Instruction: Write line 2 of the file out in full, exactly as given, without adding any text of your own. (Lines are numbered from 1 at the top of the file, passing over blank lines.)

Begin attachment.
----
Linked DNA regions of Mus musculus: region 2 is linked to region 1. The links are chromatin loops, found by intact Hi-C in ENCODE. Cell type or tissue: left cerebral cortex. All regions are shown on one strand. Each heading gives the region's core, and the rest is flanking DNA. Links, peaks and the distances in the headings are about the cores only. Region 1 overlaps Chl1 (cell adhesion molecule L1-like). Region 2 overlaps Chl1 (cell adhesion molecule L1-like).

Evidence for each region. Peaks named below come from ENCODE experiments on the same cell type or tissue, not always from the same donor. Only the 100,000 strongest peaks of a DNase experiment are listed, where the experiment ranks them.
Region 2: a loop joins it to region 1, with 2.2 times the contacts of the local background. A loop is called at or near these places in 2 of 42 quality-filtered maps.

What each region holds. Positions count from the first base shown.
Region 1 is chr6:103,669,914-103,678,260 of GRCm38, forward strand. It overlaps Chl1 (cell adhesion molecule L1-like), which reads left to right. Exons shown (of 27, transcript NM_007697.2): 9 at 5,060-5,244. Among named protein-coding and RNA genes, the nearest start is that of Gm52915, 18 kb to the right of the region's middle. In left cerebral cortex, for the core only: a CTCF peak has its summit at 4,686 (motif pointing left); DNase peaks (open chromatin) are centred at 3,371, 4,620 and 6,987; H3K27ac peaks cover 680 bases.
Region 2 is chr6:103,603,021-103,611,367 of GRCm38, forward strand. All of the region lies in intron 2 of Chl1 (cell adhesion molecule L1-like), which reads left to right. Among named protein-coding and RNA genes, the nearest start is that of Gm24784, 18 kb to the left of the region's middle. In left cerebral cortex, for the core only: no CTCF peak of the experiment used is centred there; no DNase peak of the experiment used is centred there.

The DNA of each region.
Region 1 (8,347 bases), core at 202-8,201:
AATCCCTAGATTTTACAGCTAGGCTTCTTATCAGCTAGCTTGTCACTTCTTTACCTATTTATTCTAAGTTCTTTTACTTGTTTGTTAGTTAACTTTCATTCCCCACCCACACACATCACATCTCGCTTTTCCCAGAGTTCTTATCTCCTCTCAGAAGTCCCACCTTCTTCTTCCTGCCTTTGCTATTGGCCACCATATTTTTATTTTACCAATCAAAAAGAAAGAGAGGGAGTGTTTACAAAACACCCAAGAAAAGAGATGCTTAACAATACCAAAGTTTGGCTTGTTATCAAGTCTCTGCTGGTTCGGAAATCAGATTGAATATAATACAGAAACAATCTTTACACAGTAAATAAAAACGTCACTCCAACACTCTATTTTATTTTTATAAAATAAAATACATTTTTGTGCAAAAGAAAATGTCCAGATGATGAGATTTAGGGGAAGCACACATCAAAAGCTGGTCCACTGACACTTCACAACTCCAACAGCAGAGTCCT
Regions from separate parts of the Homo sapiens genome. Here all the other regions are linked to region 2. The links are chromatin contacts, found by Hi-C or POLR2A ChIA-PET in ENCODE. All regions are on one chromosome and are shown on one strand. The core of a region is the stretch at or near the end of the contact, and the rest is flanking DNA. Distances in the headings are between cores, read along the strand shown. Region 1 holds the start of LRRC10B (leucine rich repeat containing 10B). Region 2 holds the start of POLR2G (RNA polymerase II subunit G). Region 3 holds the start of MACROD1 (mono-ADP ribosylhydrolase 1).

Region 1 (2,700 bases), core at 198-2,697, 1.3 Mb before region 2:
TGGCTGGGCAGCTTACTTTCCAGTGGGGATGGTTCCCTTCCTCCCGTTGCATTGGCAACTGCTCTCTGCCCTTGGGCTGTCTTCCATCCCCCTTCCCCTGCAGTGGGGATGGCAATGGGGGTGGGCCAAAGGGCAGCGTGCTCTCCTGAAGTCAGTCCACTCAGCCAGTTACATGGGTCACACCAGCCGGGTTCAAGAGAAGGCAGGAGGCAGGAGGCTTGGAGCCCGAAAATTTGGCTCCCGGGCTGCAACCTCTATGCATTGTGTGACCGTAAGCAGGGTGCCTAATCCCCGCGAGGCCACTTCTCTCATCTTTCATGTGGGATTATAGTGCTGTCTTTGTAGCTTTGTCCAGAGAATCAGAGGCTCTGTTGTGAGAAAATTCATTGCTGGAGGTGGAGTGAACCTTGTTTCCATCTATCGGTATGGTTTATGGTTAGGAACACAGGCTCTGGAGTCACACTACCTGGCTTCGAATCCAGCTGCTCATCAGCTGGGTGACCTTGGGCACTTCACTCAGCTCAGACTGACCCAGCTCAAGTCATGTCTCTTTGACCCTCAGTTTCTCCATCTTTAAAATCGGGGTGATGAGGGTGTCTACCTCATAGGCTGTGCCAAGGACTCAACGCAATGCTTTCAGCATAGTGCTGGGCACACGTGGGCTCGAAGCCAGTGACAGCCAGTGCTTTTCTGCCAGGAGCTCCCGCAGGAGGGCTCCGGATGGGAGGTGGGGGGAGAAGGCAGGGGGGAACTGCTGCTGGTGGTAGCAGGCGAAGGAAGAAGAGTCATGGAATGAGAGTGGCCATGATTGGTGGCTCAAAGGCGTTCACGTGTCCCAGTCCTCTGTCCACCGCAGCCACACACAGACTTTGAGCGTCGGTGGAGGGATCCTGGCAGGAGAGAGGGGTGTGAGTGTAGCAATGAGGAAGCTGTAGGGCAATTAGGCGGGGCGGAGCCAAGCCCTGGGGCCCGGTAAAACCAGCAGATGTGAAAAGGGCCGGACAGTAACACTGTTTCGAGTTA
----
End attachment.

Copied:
Evidence for each region. Peaks named below come from ENCODE experiments on the same cell type or tissue, not always from the same donor. Only the 100,000 strongest peaks of a DNase experiment are listed, where the experiment ranks them.